Each artist in the group exhibition The Future As Disruption has built upon a different facet of a science fiction source – be it imagery, film, or literature – in turn developing works that suggest new theories and myths. In utilizing the various components of these sources—they propose an alternate reality, one superior to our own.
The majority of the works are based on anxieties pertaining to contemporary social and physical predicaments. In A Machine of Perpetual Possibility (2008) Julieta Aranda evokes fears of an impending environmental disaster with shredded sci-fi novels that pulsate within a Plexiglas cube. In her series of black and white photographs, Entropology, Crystal World(2007), Ann Lislegaard visualizes a vivid description found in J.G. Ballard’s book The Crystal World of a crystal matter discovered in Amazonian terrain that threatens to destroy all organic substance with which it comes into contact. Joan Banach, Jonah Freeman, and Olalekan Jeyifous’ projects provide the artists’ daunting vision of future self-contained manmade environments and social systems.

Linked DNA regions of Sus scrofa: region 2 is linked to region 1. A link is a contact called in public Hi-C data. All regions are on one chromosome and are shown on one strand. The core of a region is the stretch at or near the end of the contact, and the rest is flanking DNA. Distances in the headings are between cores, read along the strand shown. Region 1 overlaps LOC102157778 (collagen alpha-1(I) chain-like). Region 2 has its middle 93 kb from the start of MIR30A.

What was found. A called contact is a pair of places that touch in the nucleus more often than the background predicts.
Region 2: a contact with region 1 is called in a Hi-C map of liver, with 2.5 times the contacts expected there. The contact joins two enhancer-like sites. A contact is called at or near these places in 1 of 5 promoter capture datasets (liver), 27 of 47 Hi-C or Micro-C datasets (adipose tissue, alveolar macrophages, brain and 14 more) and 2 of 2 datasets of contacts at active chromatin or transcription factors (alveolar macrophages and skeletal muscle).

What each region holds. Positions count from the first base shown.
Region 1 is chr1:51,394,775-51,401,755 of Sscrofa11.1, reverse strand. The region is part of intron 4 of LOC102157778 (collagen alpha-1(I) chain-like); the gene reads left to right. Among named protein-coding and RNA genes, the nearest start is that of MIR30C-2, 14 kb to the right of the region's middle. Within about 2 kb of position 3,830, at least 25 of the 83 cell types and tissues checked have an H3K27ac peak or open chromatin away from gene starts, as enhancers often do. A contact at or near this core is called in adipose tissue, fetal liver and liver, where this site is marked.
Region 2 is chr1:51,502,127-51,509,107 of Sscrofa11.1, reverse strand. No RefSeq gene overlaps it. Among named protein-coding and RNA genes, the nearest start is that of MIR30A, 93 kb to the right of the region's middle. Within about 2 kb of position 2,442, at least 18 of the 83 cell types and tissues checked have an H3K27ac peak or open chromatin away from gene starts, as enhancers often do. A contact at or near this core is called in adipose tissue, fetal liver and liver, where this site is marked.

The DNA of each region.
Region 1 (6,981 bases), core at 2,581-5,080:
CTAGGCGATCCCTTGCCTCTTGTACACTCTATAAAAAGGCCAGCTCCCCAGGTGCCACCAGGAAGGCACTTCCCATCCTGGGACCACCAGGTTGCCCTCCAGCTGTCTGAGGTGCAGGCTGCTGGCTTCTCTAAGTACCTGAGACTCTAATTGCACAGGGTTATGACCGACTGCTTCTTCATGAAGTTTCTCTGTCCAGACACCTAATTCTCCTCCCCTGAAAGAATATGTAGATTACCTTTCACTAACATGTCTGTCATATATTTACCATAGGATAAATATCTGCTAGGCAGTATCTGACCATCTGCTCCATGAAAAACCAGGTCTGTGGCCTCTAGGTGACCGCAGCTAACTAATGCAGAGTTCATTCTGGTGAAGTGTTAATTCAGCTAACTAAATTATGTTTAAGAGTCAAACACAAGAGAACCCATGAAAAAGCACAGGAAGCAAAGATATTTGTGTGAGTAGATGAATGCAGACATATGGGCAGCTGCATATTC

Other works take a literal approach to the exhibition’s concept, as they deconstruct actual sci-fi structures, in turn positioning the viewers in an uneasy stance. In Future Songs (2007), Sean Dack superimposes Philip K. Dick’s Cold War prophecies onto recent pop hits, while inEinstein #1 (2008) Mungo Thomson simply re-samples typical comic book imagery such as laboratories and outer space, yet removes the narratives’ context by extracting the speech balloons. Thus, rather than building upon the aspects of escapism and fantasy inherent to futuristic narratives, these artists delineate an apocalyptic vision in which we are all inevitable participants.
Image: Exhibition announcement; Simone Leigh, Brooch #2 (2008): Courtesy the Kitchen and Simone Leigh.